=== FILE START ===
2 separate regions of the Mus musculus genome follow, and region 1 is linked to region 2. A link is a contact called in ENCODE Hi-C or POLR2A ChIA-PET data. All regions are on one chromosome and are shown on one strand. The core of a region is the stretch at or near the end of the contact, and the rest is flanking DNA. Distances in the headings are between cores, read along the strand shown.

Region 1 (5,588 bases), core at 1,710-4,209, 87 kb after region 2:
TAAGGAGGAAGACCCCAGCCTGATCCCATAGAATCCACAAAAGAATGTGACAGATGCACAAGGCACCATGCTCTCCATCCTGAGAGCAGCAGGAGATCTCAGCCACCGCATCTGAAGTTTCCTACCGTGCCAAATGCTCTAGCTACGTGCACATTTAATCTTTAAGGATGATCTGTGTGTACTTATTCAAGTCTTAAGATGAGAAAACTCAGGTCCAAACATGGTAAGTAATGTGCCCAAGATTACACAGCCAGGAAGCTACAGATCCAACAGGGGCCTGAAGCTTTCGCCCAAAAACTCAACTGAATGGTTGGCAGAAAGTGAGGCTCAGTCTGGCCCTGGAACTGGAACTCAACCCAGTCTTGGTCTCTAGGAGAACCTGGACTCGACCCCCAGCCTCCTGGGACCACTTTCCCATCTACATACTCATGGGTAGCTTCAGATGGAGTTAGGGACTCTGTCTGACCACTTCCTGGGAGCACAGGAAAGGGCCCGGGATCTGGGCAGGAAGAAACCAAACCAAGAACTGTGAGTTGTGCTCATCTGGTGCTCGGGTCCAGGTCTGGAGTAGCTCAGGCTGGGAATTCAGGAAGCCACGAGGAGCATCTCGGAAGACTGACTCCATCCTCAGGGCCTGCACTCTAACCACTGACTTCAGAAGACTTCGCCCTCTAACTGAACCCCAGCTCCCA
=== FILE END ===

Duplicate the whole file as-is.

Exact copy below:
2 separate regions of the Mus musculus genome follow, and region 1 is linked to region 2. A link is a contact called in ENCODE Hi-C or POLR2A ChIA-PET data. All regions are on one chromosome and are shown on one strand. The core of a region is the stretch at or near the end of the contact, and the rest is flanking DNA. Distances in the headings are between cores, read along the strand shown.

Region 1 (5,588 bases), core at 1,710-4,209, 87 kb after region 2:
TAAGGAGGAAGACCCCAGCCTGATCCCATAGAATCCACAAAAGAATGTGACAGATGCACAAGGCACCATGCTCTCCATCCTGAGAGCAGCAGGAGATCTCAGCCACCGCATCTGAAGTTTCCTACCGTGCCAAATGCTCTAGCTACGTGCACATTTAATCTTTAAGGATGATCTGTGTGTACTTATTCAAGTCTTAAGATGAGAAAACTCAGGTCCAAACATGGTAAGTAATGTGCCCAAGATTACACAGCCAGGAAGCTACAGATCCAACAGGGGCCTGAAGCTTTCGCCCAAAAACTCAACTGAATGGTTGGCAGAAAGTGAGGCTCAGTCTGGCCCTGGAACTGGAACTCAACCCAGTCTTGGTCTCTAGGAGAACCTGGACTCGACCCCCAGCCTCCTGGGACCACTTTCCCATCTACATACTCATGGGTAGCTTCAGATGGAGTTAGGGACTCTGTCTGACCACTTCCTGGGAGCACAGGAAAGGGCCCGGGATCTGGGCAGGAAGAAACCAAACCAAGAACTGTGAGTTGTGCTCATCTGGTGCTCGGGTCCAGGTCTGGAGTAGCTCAGGCTGGGAATTCAGGAAGCCACGAGGAGCATCTCGGAAGACTGACTCCATCCTCAGGGCCTGCACTCTAACCACTGACTTCAGAAGACTTCGCCCTCTAACTGAACCCCAGCTCCCA